These cases present important questions of labor law touching on the rights and obligations of trustees of Taft-Hartley Act pension and welfare funds in disputes with employers over their contributions to the funds. The trustees in these cases filed suits as third-party beneficiaries of the collective-bargaining agreements between the employers and the union. The District Court, relying largely on Central States, Southeast & Southwest Areas Pension Fund v. Howard Martin, Inc., 625 F.2d 171 (7th Cir. 1980), held in both cases that the trustees were obligated by the collective-bargaining agreements to submit their differences to arbitration. A divided panel of this Court reversed, holding that the trustees could sue in the District Court without resort to arbitration. Robbins v. Prosser's Moving & Storage Co. & Schneider Moving & Storage Co., Nos. 80-2116, 80-2117 (8th Cir. March 24, 1982) (per curiam). Because that decision appeared to conflict with prior decisions of this Court, we granted rehearing en banc. We now reverse the District Court and overrule those prior decisions to the extent of any inconsistency with this opinion. Our conclusion is that the national pension policy embodied in the Labor Management Relations Act (LMRA), the Employee Retirement Income Security Act (ERISA), and the Multiemployer Pension Plan Amendments Act (MPPAA), together with the terms of the collective-bargaining agreement and accompanying trust instruments, dictate that these trustees not be bound by the arbitration procedure, which they have no right to initiate.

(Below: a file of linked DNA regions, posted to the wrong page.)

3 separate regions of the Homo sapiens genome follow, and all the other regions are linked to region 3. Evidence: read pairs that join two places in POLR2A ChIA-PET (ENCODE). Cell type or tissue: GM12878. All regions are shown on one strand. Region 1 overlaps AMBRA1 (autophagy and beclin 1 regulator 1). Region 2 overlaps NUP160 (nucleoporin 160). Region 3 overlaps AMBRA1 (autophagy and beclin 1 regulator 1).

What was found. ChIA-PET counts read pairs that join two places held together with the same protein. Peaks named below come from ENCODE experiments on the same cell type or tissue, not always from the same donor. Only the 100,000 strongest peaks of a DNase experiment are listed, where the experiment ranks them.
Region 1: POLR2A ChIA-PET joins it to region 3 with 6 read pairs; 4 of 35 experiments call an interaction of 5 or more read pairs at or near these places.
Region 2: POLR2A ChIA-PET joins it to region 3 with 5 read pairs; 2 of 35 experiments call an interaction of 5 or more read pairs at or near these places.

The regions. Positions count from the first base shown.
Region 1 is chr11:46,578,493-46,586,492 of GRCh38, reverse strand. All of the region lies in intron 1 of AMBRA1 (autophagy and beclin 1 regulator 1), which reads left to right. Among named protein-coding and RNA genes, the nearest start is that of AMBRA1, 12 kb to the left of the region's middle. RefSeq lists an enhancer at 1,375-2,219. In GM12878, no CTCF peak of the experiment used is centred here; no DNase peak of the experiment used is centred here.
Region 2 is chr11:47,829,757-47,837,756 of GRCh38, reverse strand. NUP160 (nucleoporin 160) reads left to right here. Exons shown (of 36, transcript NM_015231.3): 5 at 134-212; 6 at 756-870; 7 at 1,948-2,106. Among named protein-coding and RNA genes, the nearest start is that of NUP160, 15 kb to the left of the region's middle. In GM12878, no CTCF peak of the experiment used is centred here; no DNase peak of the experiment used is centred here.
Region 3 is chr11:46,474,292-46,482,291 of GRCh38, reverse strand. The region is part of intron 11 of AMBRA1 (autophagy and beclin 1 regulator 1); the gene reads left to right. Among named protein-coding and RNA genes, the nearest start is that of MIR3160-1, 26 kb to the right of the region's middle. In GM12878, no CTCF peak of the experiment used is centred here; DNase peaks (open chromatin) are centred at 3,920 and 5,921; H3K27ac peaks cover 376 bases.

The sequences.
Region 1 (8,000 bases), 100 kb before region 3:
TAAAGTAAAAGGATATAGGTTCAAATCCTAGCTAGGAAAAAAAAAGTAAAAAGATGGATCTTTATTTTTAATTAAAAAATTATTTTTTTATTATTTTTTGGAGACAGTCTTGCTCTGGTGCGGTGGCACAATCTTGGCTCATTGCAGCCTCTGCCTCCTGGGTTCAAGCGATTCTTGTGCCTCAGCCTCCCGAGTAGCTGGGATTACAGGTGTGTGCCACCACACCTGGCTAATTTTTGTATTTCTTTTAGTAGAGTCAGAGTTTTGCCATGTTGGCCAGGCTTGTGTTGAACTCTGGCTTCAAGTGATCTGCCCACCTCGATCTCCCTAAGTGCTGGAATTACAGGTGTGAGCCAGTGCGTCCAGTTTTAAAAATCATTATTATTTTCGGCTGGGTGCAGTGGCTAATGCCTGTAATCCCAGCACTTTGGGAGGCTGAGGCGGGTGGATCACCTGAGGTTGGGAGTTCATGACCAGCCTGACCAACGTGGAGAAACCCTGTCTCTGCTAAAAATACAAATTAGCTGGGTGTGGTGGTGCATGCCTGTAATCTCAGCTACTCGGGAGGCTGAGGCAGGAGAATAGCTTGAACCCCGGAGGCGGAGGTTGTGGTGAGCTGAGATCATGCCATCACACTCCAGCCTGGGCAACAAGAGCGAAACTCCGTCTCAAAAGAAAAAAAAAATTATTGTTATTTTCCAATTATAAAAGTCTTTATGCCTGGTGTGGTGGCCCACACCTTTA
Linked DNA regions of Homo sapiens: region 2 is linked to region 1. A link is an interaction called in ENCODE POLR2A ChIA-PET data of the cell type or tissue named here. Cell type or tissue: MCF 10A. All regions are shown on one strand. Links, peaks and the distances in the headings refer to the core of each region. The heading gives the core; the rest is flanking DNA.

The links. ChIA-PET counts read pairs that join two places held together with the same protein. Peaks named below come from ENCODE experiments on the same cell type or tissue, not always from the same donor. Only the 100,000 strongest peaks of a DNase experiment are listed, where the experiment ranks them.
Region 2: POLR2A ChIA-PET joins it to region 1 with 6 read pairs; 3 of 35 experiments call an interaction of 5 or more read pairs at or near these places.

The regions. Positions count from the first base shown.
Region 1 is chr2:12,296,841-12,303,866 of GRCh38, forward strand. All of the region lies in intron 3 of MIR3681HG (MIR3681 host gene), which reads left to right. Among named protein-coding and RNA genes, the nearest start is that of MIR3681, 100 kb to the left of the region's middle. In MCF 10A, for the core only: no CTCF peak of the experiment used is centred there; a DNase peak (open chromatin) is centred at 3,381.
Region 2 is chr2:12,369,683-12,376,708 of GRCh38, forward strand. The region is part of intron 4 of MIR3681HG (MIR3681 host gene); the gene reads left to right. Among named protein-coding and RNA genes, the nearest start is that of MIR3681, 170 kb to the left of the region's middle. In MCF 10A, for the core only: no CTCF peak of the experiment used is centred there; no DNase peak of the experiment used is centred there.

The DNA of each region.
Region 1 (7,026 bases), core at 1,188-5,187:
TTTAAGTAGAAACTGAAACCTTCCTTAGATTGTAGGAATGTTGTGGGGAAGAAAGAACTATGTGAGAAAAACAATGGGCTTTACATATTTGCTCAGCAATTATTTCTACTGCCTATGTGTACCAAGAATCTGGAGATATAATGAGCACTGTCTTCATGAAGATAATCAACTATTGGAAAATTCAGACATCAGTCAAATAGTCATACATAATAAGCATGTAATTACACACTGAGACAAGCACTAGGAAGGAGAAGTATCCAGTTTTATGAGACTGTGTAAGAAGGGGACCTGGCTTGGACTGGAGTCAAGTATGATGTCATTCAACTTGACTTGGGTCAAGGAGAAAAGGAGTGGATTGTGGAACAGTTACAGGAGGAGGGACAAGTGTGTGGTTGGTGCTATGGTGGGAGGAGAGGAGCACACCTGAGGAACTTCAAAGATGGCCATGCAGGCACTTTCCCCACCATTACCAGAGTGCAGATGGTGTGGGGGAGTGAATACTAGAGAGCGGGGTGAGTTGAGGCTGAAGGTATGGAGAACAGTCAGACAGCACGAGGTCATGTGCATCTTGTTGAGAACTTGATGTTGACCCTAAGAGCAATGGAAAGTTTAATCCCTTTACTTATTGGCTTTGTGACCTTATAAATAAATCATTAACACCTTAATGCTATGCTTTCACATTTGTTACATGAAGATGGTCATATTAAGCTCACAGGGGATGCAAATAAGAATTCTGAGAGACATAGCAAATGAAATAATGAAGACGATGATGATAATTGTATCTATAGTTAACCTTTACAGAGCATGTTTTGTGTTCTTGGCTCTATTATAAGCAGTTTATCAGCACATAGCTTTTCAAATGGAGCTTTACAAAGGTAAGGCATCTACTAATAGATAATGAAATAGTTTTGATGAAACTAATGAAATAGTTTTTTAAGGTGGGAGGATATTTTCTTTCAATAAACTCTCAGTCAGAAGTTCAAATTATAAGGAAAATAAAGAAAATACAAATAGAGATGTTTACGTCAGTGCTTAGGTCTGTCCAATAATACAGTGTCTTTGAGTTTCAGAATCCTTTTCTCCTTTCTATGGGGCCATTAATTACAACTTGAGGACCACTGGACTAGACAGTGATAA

The facts of these two cases differ somewhat. The plaintiffs are trustees of the Central States, Southeast and Southwest Areas Pension Fund and Central States, Southeast and Southwest Areas Health and Welfare Fund, both of which were established pursuant to Sec. 302(c) (5) of the Labor Management Relations Act of 1947 (commonly referred to as the Taft-Hartley Act), 29 U.S.C. § 186(c) (5). The complaints, which were filed against Prosser's Moving & Storage Company and Schneider Moving & Storage Company, are based on collective-bargaining agreements between the defendants and Local 610 of the International Brotherhood of Teamsters, Chauffeurs, Warehousemen and Helpers of America.